Dispelling Stereotypes And Perceptions: What Ferguson, Missouri Is Really Like

The chaotic events in Ferguson, Missouri over the past week has placed the city on the proverbial map, whether the residents there like it to be or not. A medium sized suburb of around 21,000 people, one of nearly 100 which surrounds St. Louis, has become internationally known thanks to an unarmed 18 year old black man named Michael Brown being inexplicably shot to death by a white Ferguson cop.

The facts have yet to come out, and it may be a few weeks before they do, but what we do know is that Brown was walking in the middle of a street in an apartment complex called Canfield Greens on the southeastern edge of the city when a Ferguson police car pulled up. And by now, you’ve heard two different versions of what happened, one from the police, and the other from two or three witnesses which mostly corroborated with one another. And there is no dispute from either side that Brown was unarmed and was shot multiple times. The question yet to be answered is… why? What could have Brown possibly have done to provoke a cop to get out of his car and fatally shoot him as he ran away?

Brown’s motionless body was left lying in the street for hours, a river of blood trickling away from him, before finally being covered up and eventually hauled off. Residents in the apartment complex stood behind police tape, aghast at the rawness of it all. Many became very angry at the lack of dignity being shown, and of course Brown’s mother and grandmother were hysterical once they found out what had happened to him.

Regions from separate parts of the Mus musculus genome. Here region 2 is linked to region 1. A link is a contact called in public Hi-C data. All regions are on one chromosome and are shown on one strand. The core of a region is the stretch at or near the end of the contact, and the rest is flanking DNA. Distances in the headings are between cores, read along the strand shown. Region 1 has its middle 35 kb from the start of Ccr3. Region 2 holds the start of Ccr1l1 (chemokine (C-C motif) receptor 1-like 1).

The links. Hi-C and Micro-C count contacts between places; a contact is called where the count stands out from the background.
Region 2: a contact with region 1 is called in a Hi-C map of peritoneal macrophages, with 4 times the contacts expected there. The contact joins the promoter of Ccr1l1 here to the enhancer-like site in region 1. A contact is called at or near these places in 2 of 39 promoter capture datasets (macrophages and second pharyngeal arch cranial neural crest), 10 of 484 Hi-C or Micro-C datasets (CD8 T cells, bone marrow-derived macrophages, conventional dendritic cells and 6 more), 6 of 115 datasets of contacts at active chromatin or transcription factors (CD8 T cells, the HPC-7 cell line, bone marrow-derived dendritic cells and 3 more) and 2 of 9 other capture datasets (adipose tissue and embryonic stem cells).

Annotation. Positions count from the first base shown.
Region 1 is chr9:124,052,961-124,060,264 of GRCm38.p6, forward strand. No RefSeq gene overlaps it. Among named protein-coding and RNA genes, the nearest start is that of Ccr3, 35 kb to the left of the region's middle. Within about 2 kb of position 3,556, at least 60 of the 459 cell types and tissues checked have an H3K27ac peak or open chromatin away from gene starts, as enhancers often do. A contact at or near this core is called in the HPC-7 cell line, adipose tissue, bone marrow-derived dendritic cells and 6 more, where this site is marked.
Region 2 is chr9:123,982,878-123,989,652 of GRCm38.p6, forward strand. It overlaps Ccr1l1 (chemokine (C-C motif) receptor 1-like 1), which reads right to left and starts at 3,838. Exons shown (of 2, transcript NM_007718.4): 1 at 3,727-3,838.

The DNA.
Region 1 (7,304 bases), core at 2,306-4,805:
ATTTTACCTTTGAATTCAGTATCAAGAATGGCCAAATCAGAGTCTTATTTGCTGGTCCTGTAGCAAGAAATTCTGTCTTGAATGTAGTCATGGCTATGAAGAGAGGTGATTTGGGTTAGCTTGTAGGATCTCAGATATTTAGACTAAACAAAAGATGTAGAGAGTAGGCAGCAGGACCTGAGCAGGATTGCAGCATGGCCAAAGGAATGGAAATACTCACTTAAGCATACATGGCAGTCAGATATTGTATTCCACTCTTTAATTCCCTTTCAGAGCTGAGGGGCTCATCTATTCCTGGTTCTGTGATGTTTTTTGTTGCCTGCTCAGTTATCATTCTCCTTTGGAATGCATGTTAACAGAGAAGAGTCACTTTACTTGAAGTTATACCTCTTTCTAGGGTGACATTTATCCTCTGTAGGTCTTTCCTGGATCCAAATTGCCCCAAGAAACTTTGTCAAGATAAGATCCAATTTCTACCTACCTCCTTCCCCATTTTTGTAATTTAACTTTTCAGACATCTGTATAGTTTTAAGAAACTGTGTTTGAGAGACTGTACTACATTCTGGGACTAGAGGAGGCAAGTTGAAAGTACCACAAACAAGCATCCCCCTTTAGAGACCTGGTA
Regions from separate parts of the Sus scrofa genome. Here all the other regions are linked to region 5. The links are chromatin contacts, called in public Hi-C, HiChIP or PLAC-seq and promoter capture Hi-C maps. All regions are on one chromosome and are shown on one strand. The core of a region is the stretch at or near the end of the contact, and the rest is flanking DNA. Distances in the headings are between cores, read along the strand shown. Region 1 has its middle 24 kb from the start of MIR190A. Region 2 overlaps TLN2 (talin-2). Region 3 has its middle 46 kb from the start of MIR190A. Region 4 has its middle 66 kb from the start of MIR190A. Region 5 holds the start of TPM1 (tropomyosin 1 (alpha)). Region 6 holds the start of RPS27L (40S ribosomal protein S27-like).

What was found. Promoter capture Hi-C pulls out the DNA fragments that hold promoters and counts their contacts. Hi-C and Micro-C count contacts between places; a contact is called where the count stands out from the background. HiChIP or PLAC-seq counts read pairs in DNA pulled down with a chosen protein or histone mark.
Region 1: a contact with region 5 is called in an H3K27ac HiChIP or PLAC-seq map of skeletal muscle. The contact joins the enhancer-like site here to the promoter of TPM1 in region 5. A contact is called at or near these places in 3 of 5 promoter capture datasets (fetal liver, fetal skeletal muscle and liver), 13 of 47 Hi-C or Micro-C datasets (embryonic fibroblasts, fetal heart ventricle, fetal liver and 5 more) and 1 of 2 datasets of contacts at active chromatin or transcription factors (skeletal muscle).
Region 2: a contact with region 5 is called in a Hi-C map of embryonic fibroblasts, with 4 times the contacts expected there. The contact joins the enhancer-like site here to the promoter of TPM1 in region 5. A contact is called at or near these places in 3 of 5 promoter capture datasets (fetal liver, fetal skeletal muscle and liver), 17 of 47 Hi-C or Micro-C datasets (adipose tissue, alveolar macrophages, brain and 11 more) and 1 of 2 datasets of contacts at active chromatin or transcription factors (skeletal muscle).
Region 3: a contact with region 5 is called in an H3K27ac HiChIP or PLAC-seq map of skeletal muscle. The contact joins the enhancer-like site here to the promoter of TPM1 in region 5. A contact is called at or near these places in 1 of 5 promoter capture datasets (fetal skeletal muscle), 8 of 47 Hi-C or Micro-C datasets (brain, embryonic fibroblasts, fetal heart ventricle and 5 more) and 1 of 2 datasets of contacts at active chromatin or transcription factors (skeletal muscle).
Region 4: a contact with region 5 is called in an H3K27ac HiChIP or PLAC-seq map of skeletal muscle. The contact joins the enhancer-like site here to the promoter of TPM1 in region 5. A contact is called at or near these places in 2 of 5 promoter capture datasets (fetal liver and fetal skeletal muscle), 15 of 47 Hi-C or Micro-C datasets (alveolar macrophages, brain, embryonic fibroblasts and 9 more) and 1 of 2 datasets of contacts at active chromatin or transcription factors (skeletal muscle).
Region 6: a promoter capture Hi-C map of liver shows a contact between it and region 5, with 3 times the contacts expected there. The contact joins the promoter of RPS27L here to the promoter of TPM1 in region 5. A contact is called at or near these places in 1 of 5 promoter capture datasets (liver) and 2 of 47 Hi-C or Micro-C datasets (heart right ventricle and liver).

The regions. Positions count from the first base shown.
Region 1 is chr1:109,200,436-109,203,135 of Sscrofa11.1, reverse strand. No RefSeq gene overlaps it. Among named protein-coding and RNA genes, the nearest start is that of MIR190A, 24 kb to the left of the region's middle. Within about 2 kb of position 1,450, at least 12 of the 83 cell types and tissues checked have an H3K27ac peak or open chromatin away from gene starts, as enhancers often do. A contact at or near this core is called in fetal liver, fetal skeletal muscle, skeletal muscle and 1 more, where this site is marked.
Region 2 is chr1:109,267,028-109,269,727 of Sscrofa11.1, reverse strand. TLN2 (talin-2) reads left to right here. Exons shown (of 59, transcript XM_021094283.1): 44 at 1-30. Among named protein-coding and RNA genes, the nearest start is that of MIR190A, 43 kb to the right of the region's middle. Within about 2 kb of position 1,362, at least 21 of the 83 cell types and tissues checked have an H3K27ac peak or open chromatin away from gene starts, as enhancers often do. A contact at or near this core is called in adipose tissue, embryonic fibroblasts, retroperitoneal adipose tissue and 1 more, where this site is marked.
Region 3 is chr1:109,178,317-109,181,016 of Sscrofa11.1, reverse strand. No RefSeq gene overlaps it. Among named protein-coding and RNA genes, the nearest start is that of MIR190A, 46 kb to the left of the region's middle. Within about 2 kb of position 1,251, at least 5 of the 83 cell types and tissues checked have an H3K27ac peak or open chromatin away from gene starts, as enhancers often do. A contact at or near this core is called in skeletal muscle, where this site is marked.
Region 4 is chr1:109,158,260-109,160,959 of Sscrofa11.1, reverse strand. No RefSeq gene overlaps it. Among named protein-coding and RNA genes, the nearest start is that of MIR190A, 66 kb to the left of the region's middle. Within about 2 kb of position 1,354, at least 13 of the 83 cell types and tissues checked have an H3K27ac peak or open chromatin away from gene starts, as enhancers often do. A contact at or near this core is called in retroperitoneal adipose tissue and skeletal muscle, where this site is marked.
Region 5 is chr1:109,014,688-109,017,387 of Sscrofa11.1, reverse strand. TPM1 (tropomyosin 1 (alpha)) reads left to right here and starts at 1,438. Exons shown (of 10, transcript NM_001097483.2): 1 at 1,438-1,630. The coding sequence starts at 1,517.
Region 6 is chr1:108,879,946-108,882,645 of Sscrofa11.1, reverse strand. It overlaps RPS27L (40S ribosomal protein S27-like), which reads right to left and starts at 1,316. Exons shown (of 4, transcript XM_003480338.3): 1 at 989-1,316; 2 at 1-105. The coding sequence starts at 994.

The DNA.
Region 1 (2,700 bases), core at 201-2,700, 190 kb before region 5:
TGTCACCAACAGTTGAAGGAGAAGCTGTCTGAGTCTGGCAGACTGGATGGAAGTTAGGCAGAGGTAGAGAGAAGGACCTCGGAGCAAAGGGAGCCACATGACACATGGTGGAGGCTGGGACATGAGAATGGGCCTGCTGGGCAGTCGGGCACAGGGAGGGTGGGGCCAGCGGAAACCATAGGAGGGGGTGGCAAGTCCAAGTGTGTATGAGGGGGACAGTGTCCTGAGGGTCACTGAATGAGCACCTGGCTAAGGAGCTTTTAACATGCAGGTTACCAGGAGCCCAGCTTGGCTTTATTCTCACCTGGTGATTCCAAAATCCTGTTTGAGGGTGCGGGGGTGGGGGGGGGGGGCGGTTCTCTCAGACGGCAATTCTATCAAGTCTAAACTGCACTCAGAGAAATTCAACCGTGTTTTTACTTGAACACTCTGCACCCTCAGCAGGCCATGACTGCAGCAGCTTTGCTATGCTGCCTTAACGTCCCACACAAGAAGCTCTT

But the undercurrent of what happened couldn’t be overlooked. A young black man was shot dead by a white cop. Had it been a black cop, you probably would have never heard of Ferguson, Missouri. You’d never would have learned that the suburb, at one time an idyllic place to live and grow up, had become 70% black while suffering from an economic decline that includes falling housing prices and high unemployment, particularly for blacks.

But Ferguson is not a bad place, although the images you have seen on television no doubt makes it seem that way. The town was started in the mid 1800s and built up around a railroad depot. And it eventually became home to a few executive homes back when Ferguson was a quaint little town a short distance away from booming, bustling St. Louis. The area would slowly build up until the first wave of White Flight occurred in the aftermath of World War II, at which point many subdivisions featuring ranch style homes sprung up. Many white families fled the crowded city of St. Louis and moved into places like Ferguson, and the population grew from 5,700 in 1940 to a peak of 29,000 in 1970. Emerson Electric located their world headquarters there in the 1950’s and there were an abundance of manufacturing jobs both in the city of St. Louis and in north St. Louis county, where Ferguson is located. River Roads Mall and Northland Shopping Center in Jennings, which borders Ferguson on the southeast and abuts the northwest border of St. Louis, were popular destinations for Ferguson residents.